Sydney Indigenous Organisation Is Helping Connect The Community With Vital Services
An Indigenous organisation based in Sydney is doing wonders with connecting the community with vital outreach services.
Deadly Connections helps a whole range of people from the Indigenous community, however their focus on child protection and those affected by justice systems is becoming an integral part of dismantling cycles of intergenerational trauma.
The organisation was started by married couple Carly Stanley and Keenan Mundine as a way to fix that trauma, disadvantage and grief and make a big impact on the community.
CEO Carly Stanley told the National Indigenous Times that she wanted to make sure no one had to go through what did while growing up.
"I was disengaged from school, the typical disengaged at-risk type young person," she said. "I had drug and alcohol issues which I hid for quite a while. I got pregnant very young, I had my daughter who is now 22-years-old.
"I decided I needed to do something, I needed to break this cycle. I could see what was happening...I knew I had to do something different, so I went back and completed my Diploma in Aboriginal Studies in the early 2000s."
Stanley said the course opened her eyes and explained why some members of her family had the personality traits they did.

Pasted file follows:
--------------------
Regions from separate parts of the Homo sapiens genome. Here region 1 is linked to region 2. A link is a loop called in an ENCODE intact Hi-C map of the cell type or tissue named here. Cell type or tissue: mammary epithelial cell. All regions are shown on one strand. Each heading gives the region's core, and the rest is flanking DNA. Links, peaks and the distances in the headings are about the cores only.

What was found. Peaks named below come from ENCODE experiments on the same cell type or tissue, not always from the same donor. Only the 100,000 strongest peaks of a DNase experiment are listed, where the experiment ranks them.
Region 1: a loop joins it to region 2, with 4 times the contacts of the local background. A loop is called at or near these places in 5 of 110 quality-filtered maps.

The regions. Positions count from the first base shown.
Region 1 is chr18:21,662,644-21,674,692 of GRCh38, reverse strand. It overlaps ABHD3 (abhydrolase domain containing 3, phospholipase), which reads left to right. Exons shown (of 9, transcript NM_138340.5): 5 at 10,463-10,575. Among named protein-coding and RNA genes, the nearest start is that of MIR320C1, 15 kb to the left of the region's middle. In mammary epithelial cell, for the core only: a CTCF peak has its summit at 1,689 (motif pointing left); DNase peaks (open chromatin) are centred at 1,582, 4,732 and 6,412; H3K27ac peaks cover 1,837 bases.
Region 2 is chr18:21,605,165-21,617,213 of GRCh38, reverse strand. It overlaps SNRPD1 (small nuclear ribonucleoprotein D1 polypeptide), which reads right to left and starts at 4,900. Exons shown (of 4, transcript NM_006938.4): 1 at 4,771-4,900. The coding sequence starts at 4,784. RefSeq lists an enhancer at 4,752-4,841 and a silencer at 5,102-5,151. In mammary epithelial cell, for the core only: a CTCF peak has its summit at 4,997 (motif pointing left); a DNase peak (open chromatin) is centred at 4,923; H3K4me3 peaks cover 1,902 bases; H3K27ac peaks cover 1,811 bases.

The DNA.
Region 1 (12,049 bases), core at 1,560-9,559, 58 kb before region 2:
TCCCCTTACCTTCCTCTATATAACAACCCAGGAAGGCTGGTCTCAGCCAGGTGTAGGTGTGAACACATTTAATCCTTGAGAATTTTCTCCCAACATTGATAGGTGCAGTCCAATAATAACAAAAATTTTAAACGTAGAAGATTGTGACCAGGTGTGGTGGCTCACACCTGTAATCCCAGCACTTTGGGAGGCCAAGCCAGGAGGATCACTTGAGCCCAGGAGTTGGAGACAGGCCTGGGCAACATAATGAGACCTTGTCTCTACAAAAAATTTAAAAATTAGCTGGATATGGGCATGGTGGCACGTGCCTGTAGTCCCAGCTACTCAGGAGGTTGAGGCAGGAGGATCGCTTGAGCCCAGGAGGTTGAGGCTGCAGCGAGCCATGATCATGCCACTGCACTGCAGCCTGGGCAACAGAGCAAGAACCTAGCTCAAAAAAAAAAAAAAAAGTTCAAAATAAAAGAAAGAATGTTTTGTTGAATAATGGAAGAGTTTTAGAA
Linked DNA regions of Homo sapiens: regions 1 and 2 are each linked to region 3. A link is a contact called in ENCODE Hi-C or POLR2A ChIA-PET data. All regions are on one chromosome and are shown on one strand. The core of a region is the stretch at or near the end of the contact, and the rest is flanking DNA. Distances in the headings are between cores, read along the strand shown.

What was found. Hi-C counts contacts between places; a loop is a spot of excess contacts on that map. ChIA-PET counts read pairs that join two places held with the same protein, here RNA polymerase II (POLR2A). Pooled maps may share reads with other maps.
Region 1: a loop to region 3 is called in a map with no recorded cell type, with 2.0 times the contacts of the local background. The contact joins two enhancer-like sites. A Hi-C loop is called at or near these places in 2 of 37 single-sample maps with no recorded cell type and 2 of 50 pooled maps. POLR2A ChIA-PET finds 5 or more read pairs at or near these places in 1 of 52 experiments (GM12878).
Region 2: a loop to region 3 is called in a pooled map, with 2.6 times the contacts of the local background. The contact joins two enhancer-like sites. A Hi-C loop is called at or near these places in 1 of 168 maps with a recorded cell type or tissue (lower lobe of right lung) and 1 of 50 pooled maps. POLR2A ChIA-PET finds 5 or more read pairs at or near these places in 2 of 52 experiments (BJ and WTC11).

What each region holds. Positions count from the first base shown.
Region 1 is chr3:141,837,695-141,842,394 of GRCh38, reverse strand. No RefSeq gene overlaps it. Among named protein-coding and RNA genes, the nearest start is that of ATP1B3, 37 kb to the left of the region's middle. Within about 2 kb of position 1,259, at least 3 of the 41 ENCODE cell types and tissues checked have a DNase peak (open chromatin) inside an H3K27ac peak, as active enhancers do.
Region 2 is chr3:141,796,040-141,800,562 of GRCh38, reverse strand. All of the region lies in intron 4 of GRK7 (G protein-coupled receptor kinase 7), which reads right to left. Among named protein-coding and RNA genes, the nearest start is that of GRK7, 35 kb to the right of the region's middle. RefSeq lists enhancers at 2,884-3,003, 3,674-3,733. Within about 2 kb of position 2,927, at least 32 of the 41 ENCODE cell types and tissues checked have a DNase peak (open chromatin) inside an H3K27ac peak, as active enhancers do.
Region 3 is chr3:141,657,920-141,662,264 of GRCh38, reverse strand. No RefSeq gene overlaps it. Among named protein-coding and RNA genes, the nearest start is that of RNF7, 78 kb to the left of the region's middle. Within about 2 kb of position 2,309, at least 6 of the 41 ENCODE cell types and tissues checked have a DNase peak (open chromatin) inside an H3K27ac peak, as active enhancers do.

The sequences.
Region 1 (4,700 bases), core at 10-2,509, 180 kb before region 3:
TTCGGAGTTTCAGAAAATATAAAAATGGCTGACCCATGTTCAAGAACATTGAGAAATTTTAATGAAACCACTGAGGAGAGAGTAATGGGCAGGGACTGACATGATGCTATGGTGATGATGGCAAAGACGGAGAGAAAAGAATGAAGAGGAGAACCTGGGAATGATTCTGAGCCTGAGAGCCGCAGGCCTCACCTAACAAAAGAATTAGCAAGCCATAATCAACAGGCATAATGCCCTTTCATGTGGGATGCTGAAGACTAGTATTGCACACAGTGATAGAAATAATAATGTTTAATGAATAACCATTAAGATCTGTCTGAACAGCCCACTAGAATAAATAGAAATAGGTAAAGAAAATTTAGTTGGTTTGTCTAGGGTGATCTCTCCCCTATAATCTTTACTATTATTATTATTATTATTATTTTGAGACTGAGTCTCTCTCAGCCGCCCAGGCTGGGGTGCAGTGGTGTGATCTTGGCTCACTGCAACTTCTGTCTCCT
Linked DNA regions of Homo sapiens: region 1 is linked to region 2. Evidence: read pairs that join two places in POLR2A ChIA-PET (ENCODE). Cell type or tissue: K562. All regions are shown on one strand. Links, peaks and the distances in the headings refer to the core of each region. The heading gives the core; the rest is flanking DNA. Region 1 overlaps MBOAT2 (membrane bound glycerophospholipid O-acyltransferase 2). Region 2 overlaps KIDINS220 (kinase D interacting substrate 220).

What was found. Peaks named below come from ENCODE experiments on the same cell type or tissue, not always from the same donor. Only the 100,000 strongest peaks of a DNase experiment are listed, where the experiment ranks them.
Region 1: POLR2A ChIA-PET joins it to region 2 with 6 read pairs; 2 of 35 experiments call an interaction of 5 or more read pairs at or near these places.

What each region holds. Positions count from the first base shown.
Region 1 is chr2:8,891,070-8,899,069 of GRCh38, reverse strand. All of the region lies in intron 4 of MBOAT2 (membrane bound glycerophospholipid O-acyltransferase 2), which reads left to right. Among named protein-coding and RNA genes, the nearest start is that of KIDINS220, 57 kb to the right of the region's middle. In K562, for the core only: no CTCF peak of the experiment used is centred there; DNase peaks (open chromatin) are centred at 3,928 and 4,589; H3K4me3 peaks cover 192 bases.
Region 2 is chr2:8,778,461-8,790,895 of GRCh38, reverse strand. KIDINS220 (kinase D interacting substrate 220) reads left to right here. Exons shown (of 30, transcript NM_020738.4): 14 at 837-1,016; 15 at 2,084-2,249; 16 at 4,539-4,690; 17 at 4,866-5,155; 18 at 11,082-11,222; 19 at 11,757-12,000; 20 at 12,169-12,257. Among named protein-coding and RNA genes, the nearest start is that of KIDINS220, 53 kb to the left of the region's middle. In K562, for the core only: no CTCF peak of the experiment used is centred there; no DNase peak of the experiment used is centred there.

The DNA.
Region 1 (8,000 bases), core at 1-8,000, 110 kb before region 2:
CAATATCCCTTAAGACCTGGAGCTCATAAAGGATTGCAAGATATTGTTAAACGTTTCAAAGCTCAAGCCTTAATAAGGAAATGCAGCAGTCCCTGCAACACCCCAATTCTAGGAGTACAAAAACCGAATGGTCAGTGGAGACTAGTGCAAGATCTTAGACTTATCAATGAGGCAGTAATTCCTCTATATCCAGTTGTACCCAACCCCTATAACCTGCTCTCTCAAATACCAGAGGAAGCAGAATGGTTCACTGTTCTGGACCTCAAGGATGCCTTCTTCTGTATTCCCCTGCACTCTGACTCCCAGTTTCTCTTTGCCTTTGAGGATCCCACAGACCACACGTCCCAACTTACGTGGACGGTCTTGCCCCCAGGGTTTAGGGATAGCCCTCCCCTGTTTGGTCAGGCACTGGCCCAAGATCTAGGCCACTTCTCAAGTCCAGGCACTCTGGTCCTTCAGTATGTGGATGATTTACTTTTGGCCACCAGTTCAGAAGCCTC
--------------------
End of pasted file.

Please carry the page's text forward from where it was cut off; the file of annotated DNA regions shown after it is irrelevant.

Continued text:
Once she finished her diploma, she started working in health and community services, however she wasn't done learning. Over the course of several years, she completed a whopping five diplomas and got an undergraduate degree in criminology.
More Like ThisMore Like This
Keenan Mundine had a similarly difficult experience and says he found the lack of non-government support networks troubling, so he created a consultancy organisation and then street-based youth outreach program.
Deadly Connections has grown since those early days and they have been buoyed by the Black Lives Matter movement earlier this year.
While America had a huge swell of support for BLM, Australia's was different, with its own history to grapple with.
They are hoping to keep that momentum going and have their eyes set on building a network for the local Indigenous community to ensure no one gets left behind.
Stanley told NIA: "In ten years' time, we would hope to see a community access point; a cultural and community hub where people could connect with their culture but other people who are non-Aboriginal could come and learn.
"People will have all of their needs met under one roof. They can come there for support when it is required, get the right type of support in the right way."
You can get behind Deadly Connections here.
Featured Image Credit: Deadly Connections/LinkedIn
Chosen for YouChosen for You
Most Read StoriesMost Read